George Bodenheimer, president of ESPN and ABC Sports, accepted Limbaugh's resignation, saying: "We believe that he took the appropriate action to resolve this matter expeditiously."
McNabb said he didn't mind criticism of his performance but was upset that Limbaugh made his race an issue. Democratic presidential candidates and the National Association for the Advancement of Colored People criticized Limbaugh's remark, and Eagles owner Jeffrey Lurie said Limbaugh's comments showed a "lack of knowledge, a lack of sensitivity, and in my opinion, were despicable."
At a news conference on Thursday, Lurie also took aim at ESPN, saying its hiring of Limbaugh and negative portrayals of NFL players on the fictional series "Playmakers" are symptoms of "institutional racism."
"We obviously disagree with his comments," said Josh Krulewitz, a spokesman for ESPN. "We are not going to respond to any assertion that is not based in reality."
At least two Eagles players, however, agree with their boss.
Eagles linebacker Mark Simoneau says the show "doesn't give a good picture of the NFL."
"I'm not respecting ESPN right now as far as 'Playmakers' and the way they stereotype the NFL," said wide receiver Freddie Mitchell. "Eighty percent of the NFL players are African-Americans. It's not what we want for kids growing up to see. You have 12-year-olds watching ('Playmakers') and they see players doing drugs at halftime. It's not true."
Lurie said black children need to look at McNabb and Tennessee quarterback Steve McNair as role models, not the players depicted on the show.
"They don't deserve to be portrayed like this for quick ratings," Lurie said.
McNabb Thursday appeared to be walking the line when it comes to ESPN, saying he has no ill will toward the network and wouldn't mind appearing on "Playmakers."
Limbaugh has denied that his comments about McNabb were racially motivated.
"It's something I have believed for quite a while," Limbaugh said. "I don't mean it to hurt anybody... It's just an opinion."
Limbaugh told the broadcasters that he is used to scrutiny and expects to get attention, saying that to draw in listeners, "we want controversy."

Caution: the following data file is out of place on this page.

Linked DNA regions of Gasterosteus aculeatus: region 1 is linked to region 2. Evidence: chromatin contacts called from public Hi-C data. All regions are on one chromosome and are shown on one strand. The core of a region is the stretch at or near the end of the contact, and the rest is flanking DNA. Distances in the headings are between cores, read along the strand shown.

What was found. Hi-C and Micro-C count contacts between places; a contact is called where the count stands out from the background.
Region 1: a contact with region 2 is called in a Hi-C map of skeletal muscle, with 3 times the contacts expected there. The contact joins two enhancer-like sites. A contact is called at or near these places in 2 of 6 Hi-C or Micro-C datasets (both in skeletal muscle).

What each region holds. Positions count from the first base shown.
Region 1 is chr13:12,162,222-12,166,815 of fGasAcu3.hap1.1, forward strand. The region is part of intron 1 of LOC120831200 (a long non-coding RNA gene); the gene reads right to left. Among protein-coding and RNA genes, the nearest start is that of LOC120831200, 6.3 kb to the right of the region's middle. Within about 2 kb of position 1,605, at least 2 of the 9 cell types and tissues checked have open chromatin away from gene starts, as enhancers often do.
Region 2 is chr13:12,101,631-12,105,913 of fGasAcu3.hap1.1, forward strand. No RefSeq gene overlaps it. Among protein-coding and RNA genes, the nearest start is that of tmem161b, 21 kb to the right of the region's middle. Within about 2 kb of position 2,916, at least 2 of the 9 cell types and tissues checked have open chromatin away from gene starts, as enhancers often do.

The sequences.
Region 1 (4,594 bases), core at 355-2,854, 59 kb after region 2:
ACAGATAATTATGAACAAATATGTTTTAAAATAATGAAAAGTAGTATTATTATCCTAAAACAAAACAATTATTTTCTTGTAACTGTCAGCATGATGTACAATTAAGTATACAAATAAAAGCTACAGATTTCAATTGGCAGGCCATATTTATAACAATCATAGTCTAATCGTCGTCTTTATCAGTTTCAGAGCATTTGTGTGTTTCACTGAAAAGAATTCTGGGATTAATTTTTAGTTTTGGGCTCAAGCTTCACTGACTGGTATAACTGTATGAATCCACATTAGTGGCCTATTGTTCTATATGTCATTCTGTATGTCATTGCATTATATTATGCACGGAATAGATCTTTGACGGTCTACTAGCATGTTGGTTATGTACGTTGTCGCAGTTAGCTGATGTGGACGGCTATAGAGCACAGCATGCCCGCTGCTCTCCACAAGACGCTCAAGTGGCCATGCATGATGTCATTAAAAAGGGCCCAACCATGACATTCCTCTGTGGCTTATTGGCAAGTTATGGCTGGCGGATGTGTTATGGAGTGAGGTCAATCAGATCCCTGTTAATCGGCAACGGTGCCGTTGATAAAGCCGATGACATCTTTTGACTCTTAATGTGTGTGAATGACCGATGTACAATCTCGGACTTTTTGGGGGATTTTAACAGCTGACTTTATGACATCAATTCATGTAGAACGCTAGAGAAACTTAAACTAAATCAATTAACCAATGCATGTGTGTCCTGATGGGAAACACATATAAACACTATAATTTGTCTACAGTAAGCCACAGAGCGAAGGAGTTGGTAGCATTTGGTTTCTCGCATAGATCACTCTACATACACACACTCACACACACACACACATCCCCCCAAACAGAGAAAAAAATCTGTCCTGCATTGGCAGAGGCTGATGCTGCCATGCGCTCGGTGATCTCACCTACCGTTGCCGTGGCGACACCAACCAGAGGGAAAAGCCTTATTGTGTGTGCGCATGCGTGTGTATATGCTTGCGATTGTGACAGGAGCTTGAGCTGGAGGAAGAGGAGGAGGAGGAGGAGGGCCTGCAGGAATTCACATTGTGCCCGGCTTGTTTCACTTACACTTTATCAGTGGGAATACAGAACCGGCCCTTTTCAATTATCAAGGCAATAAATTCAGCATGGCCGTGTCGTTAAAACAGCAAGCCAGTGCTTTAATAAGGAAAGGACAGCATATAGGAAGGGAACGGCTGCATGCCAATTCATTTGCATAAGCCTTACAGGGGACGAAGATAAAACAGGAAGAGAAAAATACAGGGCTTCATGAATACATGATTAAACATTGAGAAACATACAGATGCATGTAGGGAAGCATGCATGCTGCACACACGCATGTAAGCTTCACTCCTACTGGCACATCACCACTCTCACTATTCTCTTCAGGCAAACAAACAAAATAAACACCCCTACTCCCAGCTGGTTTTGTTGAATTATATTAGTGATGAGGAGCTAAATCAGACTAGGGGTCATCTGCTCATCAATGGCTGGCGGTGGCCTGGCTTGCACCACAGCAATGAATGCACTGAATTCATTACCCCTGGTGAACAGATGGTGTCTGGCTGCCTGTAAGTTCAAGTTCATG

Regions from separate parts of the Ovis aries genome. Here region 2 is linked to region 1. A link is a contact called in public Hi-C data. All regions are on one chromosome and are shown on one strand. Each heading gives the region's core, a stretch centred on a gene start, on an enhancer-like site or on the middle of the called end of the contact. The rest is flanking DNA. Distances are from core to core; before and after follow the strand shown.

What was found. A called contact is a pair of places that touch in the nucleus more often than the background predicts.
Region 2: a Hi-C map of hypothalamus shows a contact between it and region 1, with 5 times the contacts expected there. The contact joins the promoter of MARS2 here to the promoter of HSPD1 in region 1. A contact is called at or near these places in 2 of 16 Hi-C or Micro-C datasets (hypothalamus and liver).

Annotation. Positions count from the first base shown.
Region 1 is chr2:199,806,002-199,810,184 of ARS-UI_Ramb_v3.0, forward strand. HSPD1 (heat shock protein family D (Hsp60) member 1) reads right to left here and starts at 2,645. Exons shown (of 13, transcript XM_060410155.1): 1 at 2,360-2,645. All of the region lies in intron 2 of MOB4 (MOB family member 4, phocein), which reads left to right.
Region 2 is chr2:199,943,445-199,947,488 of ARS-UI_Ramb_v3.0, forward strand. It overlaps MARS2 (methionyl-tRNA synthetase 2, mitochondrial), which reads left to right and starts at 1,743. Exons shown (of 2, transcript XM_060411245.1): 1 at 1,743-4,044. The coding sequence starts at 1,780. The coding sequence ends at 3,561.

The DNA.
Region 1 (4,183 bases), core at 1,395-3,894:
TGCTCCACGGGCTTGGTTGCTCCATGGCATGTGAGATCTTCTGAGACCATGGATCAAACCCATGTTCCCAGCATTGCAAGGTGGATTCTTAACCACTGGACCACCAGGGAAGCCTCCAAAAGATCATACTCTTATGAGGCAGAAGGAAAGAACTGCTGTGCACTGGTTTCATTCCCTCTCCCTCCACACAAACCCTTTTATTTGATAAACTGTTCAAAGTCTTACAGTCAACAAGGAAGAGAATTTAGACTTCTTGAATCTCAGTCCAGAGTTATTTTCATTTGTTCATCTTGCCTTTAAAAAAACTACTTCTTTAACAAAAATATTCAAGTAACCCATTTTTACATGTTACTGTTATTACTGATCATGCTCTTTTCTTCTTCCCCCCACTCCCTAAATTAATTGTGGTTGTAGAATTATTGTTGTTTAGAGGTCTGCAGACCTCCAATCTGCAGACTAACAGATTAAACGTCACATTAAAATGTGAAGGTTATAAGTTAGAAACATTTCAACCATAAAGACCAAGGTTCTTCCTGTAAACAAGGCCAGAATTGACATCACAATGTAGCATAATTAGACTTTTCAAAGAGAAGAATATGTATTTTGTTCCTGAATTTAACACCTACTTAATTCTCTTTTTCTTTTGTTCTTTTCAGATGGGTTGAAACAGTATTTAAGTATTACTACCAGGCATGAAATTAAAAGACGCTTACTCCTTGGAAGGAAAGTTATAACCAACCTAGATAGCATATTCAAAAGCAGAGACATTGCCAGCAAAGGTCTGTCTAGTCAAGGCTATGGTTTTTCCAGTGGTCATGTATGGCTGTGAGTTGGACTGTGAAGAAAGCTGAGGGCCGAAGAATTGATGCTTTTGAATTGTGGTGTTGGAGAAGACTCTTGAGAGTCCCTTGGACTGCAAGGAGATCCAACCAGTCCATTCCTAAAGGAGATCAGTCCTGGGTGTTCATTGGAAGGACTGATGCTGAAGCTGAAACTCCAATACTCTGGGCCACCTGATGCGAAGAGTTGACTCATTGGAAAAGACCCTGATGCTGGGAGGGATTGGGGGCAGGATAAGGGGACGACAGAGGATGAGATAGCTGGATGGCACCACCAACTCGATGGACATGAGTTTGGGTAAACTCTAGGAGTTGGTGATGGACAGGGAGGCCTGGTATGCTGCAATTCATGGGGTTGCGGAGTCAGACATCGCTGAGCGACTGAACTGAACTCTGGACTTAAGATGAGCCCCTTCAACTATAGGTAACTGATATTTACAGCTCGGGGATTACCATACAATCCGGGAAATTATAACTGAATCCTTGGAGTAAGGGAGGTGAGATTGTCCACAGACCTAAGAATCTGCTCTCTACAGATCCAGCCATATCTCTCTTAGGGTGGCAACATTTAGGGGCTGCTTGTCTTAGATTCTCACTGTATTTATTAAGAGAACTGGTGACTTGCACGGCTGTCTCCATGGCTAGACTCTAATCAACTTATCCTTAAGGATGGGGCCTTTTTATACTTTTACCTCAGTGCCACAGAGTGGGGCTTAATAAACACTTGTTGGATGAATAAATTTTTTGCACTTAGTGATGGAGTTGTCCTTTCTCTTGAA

Limbaugh did not address the drug investigation reports in his speech.
The Enquirer had interviewed Wilma Cline, who said she became Limbaugh's drug connection after working as his maid. She said Limbaugh had abused OxyContin and other painkillers.
Ed Shohat, a Miami lawyer for Cline and her husband, said Thursday, "The Clines stand by the story." Shohat said neither he nor his clients would comment further.
National Enquirer Editor in Chief David Perel declined to say whether the Clines were paid for their interview, but said the tabloid does "pay for interviews, photographs and exclusives - as long as they can be proven to be true." Referring to media reports saying the Clines were paid six figures for their story, Perel said, "People are just making things up."
CBS' Byron Pitts reports media analysts say this latest controversy could do real harm to Limbaugh's image and his career.
The conservative pundit - whose fans call themselves Dittoheads - once said the government should "send the people who want to do drugs to London and Zurich and let's be rid of them."
"When you've built a career on preaching what a good life is and law and order and toeing the straight line. When... that line that you've been on is not so straight anymore, it's clearly a touch of irony here," says media analyst Donny Deutsch, in a CBS News interview.